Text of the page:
The real homage to the dead children will be to ensure that such tragedies do not recur. If we cannot save our children from fire, malnutrition, diseases and prostitution even after 57 years of independence, the future of the country will be bleak.

Akhil KumarDelhi

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All schools, private or public, should be declared charitable trusts and be governed by a board comprising parents, teachers and local business persons. It is time the citizens exercise direct control on the institutions that shape the future of their children.

Dr. SaravananNewcastle, U.K.

South Africa

In "Fractured society" (August 13), Bhaskar Ghose makes the sweeping statement that we can hope "... true healing will start" in South Africa. As a matter of fact, it started some time back with the sitting of the Truth and Reconciliation Commission headed by Archbishop Desmond Tutu; its discussions, report, and the actions initiated regarding reparations were curiously ignored by the author.

The government acknowledges that beyond political power, black people do not have much. The author should have indicated that the government is actively promoting (not coercively, though it has the wherewithal to do so) redistribution of economic power and also employment generation.

Raghuram EkambaramNew Delhi

Tribal trade

This is with reference to the article "Trade and a tradition" (July 30). It describes well the condition of tribal people in Andhra Pradesh and the rest of the country.

Rahul PadaviNandurbar, Maharashtra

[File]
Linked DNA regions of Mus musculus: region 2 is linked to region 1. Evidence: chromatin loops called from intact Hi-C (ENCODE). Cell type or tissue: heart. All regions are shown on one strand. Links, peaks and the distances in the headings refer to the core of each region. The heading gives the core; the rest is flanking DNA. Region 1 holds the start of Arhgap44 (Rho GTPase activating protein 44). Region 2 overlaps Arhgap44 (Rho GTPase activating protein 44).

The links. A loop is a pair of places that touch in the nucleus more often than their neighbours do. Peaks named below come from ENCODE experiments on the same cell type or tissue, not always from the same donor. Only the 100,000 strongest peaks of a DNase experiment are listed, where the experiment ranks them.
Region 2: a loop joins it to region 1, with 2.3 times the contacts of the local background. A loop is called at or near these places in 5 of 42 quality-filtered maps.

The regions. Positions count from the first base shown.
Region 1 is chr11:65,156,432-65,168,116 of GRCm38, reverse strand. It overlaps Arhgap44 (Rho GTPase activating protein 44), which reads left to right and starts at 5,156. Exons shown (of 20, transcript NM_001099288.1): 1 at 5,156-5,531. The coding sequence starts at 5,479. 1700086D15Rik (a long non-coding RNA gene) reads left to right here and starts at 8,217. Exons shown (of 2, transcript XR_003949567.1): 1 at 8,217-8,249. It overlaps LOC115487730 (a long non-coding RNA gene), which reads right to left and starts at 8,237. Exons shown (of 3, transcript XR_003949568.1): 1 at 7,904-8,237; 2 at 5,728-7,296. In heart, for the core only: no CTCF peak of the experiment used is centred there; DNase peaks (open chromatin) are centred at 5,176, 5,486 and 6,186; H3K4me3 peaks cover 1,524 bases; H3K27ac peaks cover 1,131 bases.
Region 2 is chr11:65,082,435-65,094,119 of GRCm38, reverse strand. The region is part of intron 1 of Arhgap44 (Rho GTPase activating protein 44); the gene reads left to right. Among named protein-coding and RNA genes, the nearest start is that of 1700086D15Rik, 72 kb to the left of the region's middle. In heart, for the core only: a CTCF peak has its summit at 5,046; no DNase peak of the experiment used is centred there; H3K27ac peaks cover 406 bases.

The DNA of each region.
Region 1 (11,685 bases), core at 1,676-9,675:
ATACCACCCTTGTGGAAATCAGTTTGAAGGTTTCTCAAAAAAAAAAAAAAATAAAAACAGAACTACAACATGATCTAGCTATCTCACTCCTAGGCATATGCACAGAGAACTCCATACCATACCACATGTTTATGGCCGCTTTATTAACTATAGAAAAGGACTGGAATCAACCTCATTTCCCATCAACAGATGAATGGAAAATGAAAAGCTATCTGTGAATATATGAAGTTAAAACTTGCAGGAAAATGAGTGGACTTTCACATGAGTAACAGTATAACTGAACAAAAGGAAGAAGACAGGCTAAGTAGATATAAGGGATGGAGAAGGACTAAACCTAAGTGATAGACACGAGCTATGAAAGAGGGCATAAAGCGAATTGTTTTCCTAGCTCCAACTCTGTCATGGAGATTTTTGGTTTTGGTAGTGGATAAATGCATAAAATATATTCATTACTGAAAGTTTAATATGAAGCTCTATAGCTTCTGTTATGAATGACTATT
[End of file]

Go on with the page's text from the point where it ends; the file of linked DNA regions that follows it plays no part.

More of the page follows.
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The author has presented well the role of the tribal people in Visakhapatnam district. There are such shandies in tribal areas of Gujarat and Rajasthan. However, no proper shelters have been given for these markets. Non-governmental organisations and cooperatives should come forward to organise these markets well. This may boost the income of the tribal people and also promote tourism.

Kamal MohamaniBaroda, Gujarat

Child labour

While we congratulate Frontline (July 16, 2004) for featuring an article on child labour with varied photographs, we register our protest against the inclusion of the photograph on page 97 with the caption: "A boy helps in the manufacture of firecrackers in Vijayakarisakulam village near Sivakasi, Tamil Nadu." The photograph is in no way connected with the article, which depicts the evils of child labour in various industries with a lot of authentication, statistics and sad stories but does not even mention the fireworks industry. The fireworks industry does not employ children in its factories although fireworks are illegally manufactured in houses in some villages in and around Sivakasi. The household production of fireworks is a live danger to the people of the villages. The publication of such file photographs mislead and create a misconception among readers about the fireworks industry.

S. RathinagiriSecretary, The Tamil Nadu Fireworks and Amorces Manufacturers' AssociationSivakasi, Tamil Nadu